Army Live: Responsible Drawdown from Iraq - Third Army is the Department of the Army and Central Command logistical center of gravity for Responsible Drawdown from Iraq. Third Army is synchronizing equipment movement with key players from U.S. Forces-Iraq (USF-I), Air Force Central Command Surface Deployment and Distribution Command, Army Materiel Command and other DOD and CENTCOM components. Third Army has successfully supported the movement of forces in and out of theater since the beginning of Operation Iraqi Freedom with a proven material enterprise system. Since July 1, 2009, Third Army has moved: - hundreds of combat vehicles - approximately 1,770 tons of ammunition and over one million items such as repair parts, barrier material, packaged petroleum products and general supplies worth approximately 90 million dollars from Iraq to Afghanistan. - over 22,000 containers and 8,200 vehicles to retrograde facilities. (READ MORE)

Brad's Excellent Adventure: Romania - Monday 8 March 2010 - 2000 - I’ve been in Romania for two weeks now, and it’s been a very busy and interesting time. I have been so overwhelmed with the amount of work there is to do and with the strange and new environment that I have not felt like I had the time or wherewithal to sit down and try to capture it in writing. But if I don’t document my impressions soon, they will get even more jumbled than they already are (and my family will think I fell down a black hole!) Today we were hit by a snowstorm, and it’s very cold. Yesterday was a beautiful sunny day, albeit very cold and windy. Most of the first two weeks were overcast with rain, fog, and cold. Immediately upon my arrival I was assailed by a whole host of new impressions. (Unfortunately I cannot illustrate them all with photographs, as no photography is allowed on the Romanian military base where I am living and working. So my photographs will be limited to my short trips outside the base.) (READ MORE)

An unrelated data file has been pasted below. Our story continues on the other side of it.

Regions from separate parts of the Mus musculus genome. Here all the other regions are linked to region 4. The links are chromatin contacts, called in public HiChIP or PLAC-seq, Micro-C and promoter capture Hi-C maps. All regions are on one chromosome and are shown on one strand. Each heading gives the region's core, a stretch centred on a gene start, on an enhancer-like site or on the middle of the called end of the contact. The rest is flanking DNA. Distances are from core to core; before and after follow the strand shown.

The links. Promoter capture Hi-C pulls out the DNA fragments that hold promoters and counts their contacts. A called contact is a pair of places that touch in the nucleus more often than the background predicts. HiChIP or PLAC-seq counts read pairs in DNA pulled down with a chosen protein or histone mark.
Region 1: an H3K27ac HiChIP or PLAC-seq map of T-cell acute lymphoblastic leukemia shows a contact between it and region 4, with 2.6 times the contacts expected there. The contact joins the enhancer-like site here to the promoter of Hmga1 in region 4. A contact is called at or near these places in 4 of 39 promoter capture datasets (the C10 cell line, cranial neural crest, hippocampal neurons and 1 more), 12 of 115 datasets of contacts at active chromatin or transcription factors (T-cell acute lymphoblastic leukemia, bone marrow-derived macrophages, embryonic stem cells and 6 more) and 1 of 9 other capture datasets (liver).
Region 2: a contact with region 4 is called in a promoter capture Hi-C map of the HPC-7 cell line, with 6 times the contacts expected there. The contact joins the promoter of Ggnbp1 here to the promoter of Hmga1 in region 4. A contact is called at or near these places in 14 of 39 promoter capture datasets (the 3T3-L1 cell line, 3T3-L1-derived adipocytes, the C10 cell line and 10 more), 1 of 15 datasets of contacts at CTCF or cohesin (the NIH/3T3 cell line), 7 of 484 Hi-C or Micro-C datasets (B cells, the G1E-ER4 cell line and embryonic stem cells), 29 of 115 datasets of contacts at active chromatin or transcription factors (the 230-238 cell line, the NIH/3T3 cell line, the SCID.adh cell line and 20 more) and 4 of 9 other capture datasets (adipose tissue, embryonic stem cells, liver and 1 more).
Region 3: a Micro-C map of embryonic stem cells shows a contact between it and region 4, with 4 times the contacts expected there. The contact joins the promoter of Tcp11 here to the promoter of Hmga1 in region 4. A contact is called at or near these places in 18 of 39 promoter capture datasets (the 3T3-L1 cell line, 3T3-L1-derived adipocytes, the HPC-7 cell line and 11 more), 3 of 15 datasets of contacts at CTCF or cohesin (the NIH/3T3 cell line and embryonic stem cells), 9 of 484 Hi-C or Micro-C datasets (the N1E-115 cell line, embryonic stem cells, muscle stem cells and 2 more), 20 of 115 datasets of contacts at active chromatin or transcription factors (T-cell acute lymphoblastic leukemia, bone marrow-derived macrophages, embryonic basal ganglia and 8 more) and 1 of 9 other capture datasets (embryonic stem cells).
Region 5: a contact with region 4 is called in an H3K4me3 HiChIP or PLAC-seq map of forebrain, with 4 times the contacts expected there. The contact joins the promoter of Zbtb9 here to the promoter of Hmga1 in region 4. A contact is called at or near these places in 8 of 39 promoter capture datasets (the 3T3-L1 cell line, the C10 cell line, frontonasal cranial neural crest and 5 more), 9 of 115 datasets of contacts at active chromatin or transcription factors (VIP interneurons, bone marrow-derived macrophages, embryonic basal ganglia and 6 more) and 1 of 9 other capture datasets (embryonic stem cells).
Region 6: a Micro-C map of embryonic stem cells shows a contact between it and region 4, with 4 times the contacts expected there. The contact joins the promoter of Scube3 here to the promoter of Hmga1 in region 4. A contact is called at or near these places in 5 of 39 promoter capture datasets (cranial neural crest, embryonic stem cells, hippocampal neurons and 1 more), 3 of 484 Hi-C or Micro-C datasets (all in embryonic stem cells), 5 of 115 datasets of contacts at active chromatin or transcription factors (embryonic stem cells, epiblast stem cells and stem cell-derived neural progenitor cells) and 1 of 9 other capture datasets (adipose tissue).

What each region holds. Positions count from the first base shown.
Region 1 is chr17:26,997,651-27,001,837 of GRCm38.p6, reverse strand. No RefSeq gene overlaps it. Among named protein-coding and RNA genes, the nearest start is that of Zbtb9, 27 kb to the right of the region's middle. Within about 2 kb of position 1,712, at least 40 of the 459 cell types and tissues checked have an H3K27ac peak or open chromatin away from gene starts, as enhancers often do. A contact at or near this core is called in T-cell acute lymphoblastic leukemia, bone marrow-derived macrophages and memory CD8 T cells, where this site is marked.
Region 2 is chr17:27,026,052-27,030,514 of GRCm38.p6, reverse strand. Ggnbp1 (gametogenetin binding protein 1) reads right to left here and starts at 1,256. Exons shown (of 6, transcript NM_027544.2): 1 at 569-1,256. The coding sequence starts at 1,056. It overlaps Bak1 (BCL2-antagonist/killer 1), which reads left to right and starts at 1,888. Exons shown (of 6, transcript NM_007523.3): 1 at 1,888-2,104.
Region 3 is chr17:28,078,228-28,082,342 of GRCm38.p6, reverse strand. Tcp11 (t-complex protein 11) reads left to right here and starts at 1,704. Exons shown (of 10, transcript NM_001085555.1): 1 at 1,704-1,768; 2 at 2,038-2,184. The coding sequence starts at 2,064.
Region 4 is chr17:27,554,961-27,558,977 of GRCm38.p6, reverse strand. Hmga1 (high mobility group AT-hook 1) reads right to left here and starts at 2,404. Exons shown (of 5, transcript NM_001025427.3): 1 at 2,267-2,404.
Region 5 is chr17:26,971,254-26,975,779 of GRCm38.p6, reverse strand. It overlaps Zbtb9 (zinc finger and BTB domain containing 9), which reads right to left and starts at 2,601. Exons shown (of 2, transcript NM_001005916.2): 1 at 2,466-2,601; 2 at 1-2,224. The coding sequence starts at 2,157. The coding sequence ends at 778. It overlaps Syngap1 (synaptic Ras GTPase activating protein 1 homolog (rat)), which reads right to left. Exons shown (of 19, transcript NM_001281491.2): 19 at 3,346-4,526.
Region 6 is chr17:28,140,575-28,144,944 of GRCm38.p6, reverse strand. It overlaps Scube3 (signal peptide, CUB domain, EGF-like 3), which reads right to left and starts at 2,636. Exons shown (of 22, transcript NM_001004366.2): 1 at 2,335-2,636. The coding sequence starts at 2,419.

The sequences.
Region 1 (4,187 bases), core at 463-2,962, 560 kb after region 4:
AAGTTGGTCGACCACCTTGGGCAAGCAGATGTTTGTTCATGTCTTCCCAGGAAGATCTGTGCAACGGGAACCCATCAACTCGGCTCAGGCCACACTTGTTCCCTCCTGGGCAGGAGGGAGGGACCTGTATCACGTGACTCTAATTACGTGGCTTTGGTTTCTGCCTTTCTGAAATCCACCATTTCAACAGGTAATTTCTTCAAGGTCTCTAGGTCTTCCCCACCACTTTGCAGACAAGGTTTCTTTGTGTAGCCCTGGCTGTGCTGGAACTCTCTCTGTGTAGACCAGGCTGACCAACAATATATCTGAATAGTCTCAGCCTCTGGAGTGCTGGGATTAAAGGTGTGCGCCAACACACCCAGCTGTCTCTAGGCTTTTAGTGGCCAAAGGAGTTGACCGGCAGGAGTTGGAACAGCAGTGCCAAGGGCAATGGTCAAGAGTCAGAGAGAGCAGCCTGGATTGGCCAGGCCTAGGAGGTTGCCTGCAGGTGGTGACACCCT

Dan Cnossen: KNEES! - I am proud and excited to report that Dan is back to his original height and walking all over the place, with bending knees and all! No more stubbies, no more peg-leg walking. He is doing SUCH an amazing job at getting this C-leg thing down - when he walks, he actually makes prosthetic legs seem like real ones. He's been up on them for about two weeks now, and is blowing everyone at Walter Reed away with his progress. And how deserving - today is the 6-month anniversary of stepping on that pressure plate in Afghanistan. When I last wrote on here (last month - my apologies once again, just know that no news is generally good news!), Dan was about to go into surgery. He came out of it fine, but it was a very tough one to recover fully and quickly from. They had to cut a piece of his large intestine out, and sew the remaining ends back together. He was discharged home five days later, eating and tolerating food very well, but with an abdominal incision the size of Kansas that the doctors left open. (READ MORE)